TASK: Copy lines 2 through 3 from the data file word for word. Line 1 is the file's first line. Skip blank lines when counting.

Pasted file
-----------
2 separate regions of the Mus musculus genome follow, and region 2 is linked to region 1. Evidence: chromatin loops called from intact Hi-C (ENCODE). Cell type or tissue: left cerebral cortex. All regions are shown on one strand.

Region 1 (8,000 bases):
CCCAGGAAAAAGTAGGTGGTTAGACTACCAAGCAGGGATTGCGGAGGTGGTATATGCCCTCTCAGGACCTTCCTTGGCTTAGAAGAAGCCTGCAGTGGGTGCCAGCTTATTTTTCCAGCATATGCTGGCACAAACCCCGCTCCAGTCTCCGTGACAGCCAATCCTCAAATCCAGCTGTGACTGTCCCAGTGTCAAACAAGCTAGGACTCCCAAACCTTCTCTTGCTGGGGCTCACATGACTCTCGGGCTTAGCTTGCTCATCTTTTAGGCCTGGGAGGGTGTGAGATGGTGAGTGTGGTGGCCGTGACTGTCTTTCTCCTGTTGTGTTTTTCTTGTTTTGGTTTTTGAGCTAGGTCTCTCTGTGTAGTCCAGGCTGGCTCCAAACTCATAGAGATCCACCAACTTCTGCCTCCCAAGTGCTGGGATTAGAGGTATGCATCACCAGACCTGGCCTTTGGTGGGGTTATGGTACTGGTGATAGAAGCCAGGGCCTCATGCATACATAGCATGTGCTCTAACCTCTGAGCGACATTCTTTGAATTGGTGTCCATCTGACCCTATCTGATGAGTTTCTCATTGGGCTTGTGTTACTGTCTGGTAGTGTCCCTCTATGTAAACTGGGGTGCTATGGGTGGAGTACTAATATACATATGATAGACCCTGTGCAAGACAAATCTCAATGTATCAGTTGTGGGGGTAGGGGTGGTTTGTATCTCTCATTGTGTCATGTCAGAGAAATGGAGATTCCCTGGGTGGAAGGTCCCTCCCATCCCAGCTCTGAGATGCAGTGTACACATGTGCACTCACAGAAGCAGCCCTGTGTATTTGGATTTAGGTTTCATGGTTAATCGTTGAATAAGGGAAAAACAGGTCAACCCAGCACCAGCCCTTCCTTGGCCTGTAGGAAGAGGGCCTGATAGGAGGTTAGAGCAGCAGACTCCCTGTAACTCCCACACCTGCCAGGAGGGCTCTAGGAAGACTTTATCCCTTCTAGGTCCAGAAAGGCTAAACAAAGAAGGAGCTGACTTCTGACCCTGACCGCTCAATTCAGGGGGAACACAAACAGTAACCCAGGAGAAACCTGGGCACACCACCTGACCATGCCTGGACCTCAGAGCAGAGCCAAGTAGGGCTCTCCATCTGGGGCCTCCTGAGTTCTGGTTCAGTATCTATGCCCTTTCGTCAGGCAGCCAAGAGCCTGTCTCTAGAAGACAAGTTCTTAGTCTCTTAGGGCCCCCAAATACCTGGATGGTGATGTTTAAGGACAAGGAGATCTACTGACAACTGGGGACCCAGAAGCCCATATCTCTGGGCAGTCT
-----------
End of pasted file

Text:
Region 1 (8,000 bases):
CCCAGGAAAAAGTAGGTGGTTAGACTACCAAGCAGGGATTGCGGAGGTGGTATATGCCCTCTCAGGACCTTCCTTGGCTTAGAAGAAGCCTGCAGTGGGTGCCAGCTTATTTTTCCAGCATATGCTGGCACAAACCCCGCTCCAGTCTCCGTGACAGCCAATCCTCAAATCCAGCTGTGACTGTCCCAGTGTCAAACAAGCTAGGACTCCCAAACCTTCTCTTGCTGGGGCTCACATGACTCTCGGGCTTAGCTTGCTCATCTTTTAGGCCTGGGAGGGTGTGAGATGGTGAGTGTGGTGGCCGTGACTGTCTTTCTCCTGTTGTGTTTTTCTTGTTTTGGTTTTTGAGCTAGGTCTCTCTGTGTAGTCCAGGCTGGCTCCAAACTCATAGAGATCCACCAACTTCTGCCTCCCAAGTGCTGGGATTAGAGGTATGCATCACCAGACCTGGCCTTTGGTGGGGTTATGGTACTGGTGATAGAAGCCAGGGCCTCATGCATACATAGCATGTGCTCTAACCTCTGAGCGACATTCTTTGAATTGGTGTCCATCTGACCCTATCTGATGAGTTTCTCATTGGGCTTGTGTTACTGTCTGGTAGTGTCCCTCTATGTAAACTGGGGTGCTATGGGTGGAGTACTAATATACATATGATAGACCCTGTGCAAGACAAATCTCAATGTATCAGTTGTGGGGGTAGGGGTGGTTTGTATCTCTCATTGTGTCATGTCAGAGAAATGGAGATTCCCTGGGTGGAAGGTCCCTCCCATCCCAGCTCTGAGATGCAGTGTACACATGTGCACTCACAGAAGCAGCCCTGTGTATTTGGATTTAGGTTTCATGGTTAATCGTTGAATAAGGGAAAAACAGGTCAACCCAGCACCAGCCCTTCCTTGGCCTGTAGGAAGAGGGCCTGATAGGAGGTTAGAGCAGCAGACTCCCTGTAACTCCCACACCTGCCAGGAGGGCTCTAGGAAGACTTTATCCCTTCTAGGTCCAGAAAGGCTAAACAAAGAAGGAGCTGACTTCTGACCCTGACCGCTCAATTCAGGGGGAACACAAACAGTAACCCAGGAGAAACCTGGGCACACCACCTGACCATGCCTGGACCTCAGAGCAGAGCCAAGTAGGGCTCTCCATCTGGGGCCTCCTGAGTTCTGGTTCAGTATCTATGCCCTTTCGTCAGGCAGCCAAGAGCCTGTCTCTAGAAGACAAGTTCTTAGTCTCTTAGGGCCCCCAAATACCTGGATGGTGATGTTTAAGGACAAGGAGATCTACTGACAACTGGGGACCCAGAAGCCCATATCTCTGGGCAGTCT